Rebellion lives inside all people regardless of ethnicity, religion, political affiliation, age, or gender. It resides deep in our hearts, minds, and souls waiting for us to accept it, ignore it, or embrace it. Rebellion is patient. It waits for the moment we decide we need to change our lives. Then it’s ready and willing for our use.
I felt that rebellion inside me when I was growing up. I tamped it down the best I could, but it bled through. I grew up in a small town in Kentucky. As a teen, I was often considered a goody two-shoes. I had little interest in the things my peers were doing. I spent a lot of time studying, reading, and writing. I didn’t drive around aimlessly on the weekends honking my horn and hooting out the window at friends. I spent most weekends at home or with my family.
On occasion my rebellious side would expose itself through the clothing I wore or the way I styled my hair. I remember one particular instance where I sprayed my hair with temporary hair paint in pink and purple to match the stripes in my jeans. ‘” Hey, it was the eighties!
My rebellions rarely screamed rebellion though.
At the Homecoming Dance my Freshman year of high school, I danced solo on an empty dance floor to Madonna’s Lucky Star. I didn’t think of this as a rebellion at the time. I liked the song, and there was no way I was going to let the empty dance floor keep me from dancing. I really thought people would join me on the floor. Instead, they watched me, and several even applauded. Afterwards, people remarked how brave and/or crazy I was to dance like that in front of everyone by myself. In those days in our school, crazy was almost the same as rebellious. I just wanted to dance.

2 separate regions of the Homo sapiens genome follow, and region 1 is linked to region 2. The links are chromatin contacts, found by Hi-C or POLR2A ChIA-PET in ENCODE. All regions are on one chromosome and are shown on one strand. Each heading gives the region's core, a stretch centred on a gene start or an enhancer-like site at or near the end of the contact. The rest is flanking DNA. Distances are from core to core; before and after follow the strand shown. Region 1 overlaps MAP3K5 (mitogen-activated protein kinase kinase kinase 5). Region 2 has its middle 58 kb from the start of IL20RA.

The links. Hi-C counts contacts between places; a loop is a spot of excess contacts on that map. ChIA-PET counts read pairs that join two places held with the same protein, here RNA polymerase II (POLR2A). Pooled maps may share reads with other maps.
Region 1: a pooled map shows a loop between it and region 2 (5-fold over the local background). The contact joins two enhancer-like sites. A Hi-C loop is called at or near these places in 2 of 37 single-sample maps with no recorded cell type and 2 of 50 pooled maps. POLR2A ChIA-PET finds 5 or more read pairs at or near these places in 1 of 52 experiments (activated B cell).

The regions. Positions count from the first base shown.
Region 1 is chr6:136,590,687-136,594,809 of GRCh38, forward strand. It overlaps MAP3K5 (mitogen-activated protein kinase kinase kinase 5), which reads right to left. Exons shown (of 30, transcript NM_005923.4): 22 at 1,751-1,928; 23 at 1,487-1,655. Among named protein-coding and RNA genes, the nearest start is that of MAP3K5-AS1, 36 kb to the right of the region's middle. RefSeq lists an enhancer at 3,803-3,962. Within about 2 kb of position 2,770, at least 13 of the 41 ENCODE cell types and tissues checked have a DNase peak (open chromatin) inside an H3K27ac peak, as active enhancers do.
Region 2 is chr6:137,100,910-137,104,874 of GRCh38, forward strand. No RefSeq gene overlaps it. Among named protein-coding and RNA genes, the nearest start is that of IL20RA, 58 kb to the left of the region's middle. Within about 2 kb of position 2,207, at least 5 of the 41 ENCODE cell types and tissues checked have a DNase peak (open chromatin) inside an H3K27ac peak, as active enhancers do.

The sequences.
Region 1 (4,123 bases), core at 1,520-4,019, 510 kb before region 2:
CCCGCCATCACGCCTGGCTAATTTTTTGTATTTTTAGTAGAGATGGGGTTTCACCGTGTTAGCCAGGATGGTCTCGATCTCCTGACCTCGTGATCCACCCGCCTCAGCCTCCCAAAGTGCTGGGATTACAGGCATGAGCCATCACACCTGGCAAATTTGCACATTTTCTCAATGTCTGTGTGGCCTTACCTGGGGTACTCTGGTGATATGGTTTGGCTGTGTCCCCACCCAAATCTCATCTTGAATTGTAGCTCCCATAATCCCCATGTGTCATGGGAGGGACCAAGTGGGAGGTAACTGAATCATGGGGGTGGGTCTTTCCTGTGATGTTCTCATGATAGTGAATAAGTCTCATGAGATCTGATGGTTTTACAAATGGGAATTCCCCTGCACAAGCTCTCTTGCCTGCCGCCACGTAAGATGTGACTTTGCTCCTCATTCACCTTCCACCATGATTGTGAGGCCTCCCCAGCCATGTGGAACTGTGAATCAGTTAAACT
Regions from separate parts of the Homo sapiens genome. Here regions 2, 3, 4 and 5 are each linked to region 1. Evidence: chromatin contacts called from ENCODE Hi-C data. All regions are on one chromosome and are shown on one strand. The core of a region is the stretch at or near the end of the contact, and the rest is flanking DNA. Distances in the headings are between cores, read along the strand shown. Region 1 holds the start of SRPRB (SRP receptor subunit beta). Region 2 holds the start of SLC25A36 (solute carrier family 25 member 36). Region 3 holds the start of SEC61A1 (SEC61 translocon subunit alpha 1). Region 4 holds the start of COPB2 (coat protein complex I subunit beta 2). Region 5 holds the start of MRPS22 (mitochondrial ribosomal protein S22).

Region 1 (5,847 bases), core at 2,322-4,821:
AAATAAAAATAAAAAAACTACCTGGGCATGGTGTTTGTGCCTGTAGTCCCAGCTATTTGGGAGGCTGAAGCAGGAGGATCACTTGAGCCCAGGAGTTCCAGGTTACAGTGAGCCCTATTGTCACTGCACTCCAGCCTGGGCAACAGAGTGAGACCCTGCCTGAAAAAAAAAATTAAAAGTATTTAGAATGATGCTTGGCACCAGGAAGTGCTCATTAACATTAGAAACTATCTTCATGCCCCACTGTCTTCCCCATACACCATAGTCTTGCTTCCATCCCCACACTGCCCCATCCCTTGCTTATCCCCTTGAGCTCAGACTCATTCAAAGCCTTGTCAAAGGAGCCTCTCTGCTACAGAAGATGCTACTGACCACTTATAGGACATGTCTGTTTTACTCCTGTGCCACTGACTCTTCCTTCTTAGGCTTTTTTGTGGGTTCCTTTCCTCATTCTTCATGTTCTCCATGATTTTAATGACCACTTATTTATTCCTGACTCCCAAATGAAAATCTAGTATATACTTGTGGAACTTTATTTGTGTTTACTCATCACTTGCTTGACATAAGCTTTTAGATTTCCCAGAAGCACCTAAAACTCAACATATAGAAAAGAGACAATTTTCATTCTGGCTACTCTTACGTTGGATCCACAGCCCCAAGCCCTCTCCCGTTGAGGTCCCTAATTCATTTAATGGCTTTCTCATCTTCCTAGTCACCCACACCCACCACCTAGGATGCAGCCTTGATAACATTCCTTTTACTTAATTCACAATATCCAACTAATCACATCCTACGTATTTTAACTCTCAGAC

Early on I realized I didn’t want to live in that small town my whole life. There’s nothing wrong with the town. It’s filled with good people. I just didn’t want to live my whole life there. Not a new story by any means. Every decision I made from the time I was around nine or ten was influenced by the desire to live somewhere else.
When you grow up in a farming community, people encourage your dreams while simultaneously preparing you for them to never happen. They compliment your talents one minute. The next they’re looking for a husband for you and asking how many children you’re going to have. They teach you to preserve food from the garden because that’s more practical than learning to write beautiful prose. You learn to work the fields to ensure crops will yield because that’s a skill that’ll serve for a lifetime. The expectations are that you’ll have dreams while you’re young but fall in love, get married, and start having children before you’re legally allowed to drink a beer. Most self-respecting people never admit that’s what they expect but the message is there. It’s an undercurrent in the way life is lived.
I learned the expected skills but also read books, and wrote stories and poems whenever I could. I rarely complained about what was expected of me. Instead I daydreamed detailed plans for changing my life and living the kind of life I wanted. I studied hard and got good grades. I never apologized for it.